Deceit and confusion are nothing new to war. In “The Art of War,” Sun Tzu wrote that “all warfare is based on deception.” The pursuit of warfare deceit perhaps reached its zenith during the two World Wars, wherein decoy soldiers, tanks, and even towns were constructed by both sides in attempts to fool the enemy and divert attention away from actual military assets.
During World War II (WWII), the 1944 Battle of La Ciotat saw the U.S. military drop 300 fake paratroopers (affectionately referred to as “Oscars”) just north of the French commune in an attempt to divert German troops away from the actual invasion forces. Unfortunately, concrete data on the performance of these “Oscars” is currently unknown.
More substantially, British forces would pioneer the use of dummy tanks throughout WWII. Throughout the North African Campaign, British Royal Engineers would construct up to two dummy tanks per day, referred to as “spoofs.” Oftentimes, these decoys would simply consist of a steel frame covered in canvas and mounted onto a jeep. These spoofs would be deployed in great number, both to make German intelligence believe that the Allies had far more tanks than they actually had and to deceive German intelligence as to the true location of the Allied forces. While these dummy tanks were clearly distinguishable up close, reconnaissance airplanes would have a very difficult time telling apart an actual tank from a fake one.
Interestingly, the U.S. Army actually continues to deploy modern dummy tanks. An imitation version of the M1 Abrams main battle tank exists that not only captures its appearance but also generates a fake heat signature capable of fooling infrared detectors. These fake M1 tanks, when disassembled, only weigh 50 pounds and take up the same amount of space as a duffel bag. Also, a single fake Abrams tank only costs $3,300 to create (as opposed to $3.45 million a real one costs), so you can be sure your tax dollars are being spent properly.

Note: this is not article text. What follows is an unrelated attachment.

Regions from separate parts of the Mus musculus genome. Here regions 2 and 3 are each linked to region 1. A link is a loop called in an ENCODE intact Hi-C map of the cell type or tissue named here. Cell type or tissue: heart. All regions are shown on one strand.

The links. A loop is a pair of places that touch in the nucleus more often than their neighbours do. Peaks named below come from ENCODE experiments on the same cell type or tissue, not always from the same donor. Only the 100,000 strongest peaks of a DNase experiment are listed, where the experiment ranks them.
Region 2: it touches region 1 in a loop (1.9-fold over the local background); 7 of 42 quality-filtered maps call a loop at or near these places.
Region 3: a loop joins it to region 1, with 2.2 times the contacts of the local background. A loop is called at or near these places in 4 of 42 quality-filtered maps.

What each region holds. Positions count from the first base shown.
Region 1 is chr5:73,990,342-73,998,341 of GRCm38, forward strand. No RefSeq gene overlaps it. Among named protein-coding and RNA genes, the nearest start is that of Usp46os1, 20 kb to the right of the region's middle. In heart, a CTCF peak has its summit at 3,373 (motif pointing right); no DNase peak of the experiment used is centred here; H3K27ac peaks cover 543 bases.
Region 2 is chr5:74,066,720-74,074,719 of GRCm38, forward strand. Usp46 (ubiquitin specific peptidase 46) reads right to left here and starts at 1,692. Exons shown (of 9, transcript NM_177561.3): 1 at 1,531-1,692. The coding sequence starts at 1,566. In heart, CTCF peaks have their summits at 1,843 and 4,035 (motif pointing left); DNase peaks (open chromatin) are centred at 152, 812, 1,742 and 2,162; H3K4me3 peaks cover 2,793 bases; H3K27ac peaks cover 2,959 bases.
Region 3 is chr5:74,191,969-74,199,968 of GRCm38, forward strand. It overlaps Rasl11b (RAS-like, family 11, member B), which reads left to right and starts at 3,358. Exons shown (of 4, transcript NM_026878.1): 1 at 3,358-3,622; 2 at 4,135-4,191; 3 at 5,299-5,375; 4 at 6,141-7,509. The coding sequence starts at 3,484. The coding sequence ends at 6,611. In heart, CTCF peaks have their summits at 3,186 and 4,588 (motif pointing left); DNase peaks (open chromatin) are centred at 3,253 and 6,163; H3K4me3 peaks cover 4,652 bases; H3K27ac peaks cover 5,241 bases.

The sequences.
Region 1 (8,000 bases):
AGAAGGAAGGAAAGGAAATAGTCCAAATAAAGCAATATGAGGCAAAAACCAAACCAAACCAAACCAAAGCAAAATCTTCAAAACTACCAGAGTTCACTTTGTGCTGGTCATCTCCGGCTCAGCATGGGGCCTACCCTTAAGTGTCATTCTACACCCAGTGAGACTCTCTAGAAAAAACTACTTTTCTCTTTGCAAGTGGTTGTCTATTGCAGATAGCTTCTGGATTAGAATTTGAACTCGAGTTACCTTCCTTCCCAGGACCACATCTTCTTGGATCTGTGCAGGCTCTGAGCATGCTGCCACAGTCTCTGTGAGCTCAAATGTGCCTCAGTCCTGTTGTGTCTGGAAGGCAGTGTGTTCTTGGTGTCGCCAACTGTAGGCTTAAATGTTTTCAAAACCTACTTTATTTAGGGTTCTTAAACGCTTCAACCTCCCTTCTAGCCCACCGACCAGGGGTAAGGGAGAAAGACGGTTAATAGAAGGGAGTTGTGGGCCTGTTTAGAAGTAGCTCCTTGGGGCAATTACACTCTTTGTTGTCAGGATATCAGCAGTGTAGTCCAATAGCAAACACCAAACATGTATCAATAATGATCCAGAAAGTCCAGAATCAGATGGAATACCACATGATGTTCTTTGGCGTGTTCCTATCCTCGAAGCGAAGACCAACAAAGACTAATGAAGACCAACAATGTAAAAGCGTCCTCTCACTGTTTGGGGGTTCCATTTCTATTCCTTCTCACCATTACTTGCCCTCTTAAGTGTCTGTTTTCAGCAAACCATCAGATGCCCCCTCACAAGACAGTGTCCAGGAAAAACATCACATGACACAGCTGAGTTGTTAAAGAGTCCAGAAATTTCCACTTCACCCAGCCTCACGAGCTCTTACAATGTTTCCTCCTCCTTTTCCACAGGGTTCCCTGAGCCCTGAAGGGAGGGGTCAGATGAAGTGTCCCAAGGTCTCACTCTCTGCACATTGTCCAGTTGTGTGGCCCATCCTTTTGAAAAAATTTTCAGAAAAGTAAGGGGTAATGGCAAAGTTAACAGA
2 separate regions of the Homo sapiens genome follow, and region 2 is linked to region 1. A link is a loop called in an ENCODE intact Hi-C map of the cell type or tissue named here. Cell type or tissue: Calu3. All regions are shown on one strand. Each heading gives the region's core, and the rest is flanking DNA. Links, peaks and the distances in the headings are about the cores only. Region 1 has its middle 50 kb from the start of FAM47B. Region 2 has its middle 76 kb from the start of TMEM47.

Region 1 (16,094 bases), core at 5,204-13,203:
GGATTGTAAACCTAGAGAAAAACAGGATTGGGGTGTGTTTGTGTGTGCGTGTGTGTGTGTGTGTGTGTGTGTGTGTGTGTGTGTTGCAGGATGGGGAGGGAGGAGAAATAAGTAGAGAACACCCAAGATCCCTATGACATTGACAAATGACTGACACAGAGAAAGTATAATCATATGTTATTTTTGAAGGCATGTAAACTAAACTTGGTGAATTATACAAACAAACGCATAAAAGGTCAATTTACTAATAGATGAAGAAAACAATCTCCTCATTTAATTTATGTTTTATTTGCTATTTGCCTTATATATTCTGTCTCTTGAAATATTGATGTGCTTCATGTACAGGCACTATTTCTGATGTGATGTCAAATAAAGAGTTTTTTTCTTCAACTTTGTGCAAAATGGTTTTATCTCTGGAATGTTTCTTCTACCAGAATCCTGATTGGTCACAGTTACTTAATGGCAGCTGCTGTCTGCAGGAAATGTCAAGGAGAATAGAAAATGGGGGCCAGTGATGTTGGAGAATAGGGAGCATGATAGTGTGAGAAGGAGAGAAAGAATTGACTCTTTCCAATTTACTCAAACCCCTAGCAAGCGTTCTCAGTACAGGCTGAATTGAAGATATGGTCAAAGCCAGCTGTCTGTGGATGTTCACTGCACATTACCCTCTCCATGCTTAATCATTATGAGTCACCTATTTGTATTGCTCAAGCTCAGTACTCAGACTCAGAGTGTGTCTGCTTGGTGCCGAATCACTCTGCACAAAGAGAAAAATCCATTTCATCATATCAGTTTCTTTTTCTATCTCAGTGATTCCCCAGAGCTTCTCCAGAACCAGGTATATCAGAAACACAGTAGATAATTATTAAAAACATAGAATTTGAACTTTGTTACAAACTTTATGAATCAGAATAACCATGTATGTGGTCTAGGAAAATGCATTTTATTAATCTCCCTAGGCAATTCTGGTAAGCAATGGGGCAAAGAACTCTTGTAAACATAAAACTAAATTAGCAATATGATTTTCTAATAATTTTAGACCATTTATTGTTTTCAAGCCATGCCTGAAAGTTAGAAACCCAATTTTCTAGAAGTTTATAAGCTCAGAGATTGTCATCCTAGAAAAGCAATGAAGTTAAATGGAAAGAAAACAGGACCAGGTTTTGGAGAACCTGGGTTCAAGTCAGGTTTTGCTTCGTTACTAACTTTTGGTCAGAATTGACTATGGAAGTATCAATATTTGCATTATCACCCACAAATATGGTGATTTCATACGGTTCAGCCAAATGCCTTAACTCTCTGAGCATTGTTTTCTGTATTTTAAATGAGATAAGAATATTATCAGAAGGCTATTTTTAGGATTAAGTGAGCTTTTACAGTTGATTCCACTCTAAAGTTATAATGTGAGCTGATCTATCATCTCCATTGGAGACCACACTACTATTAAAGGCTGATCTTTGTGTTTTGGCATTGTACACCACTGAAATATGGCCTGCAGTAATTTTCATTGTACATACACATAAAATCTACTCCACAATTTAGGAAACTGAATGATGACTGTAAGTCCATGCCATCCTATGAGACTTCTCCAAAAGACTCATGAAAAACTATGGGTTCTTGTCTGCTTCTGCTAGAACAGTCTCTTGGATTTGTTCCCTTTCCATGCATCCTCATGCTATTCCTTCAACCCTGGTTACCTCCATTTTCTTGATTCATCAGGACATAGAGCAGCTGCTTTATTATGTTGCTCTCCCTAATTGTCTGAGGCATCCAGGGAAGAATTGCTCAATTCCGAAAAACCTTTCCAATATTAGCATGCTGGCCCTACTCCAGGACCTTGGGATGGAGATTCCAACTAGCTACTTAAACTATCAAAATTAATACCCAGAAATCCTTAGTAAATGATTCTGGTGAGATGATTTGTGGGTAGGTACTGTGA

However, the art of war subterfuge reached its most ridiculous form near the end of World War I (WWI), when French military command found themselves contending with the new threat of long-range aerial bombardment. The solution that French planners found to defending the capital city of Paris against German bombers was simple: construct a fake second Paris to fool them. Thus, dozens of private firms were called to create a fake second Paris some 15 miles away from the actual city along the River Seine. These contractors would go as far as to create a fake version of the Arc de Triomphe alongside fake rail lines and wooden building replicas with translucent paint creating the impression of dirty factory windows. French electrical engineer Fernand Jacopozzi was called upon to add the final illuminations to the fake City of Light, scattering lamps throughout the dummy city to give the impression of human settlement.
However, the fake city never fell victim to German bombing, not being finished until September 1918, just a few months before the war’s end. The fake city was quickly deconstructed and built over, only just recently being rediscovered by Parisians in 2011. Jacopozzi would later go on to become much more known for illuminating the Eiffel Tower for the first time.
Photo courtesy of Wikimedia Commons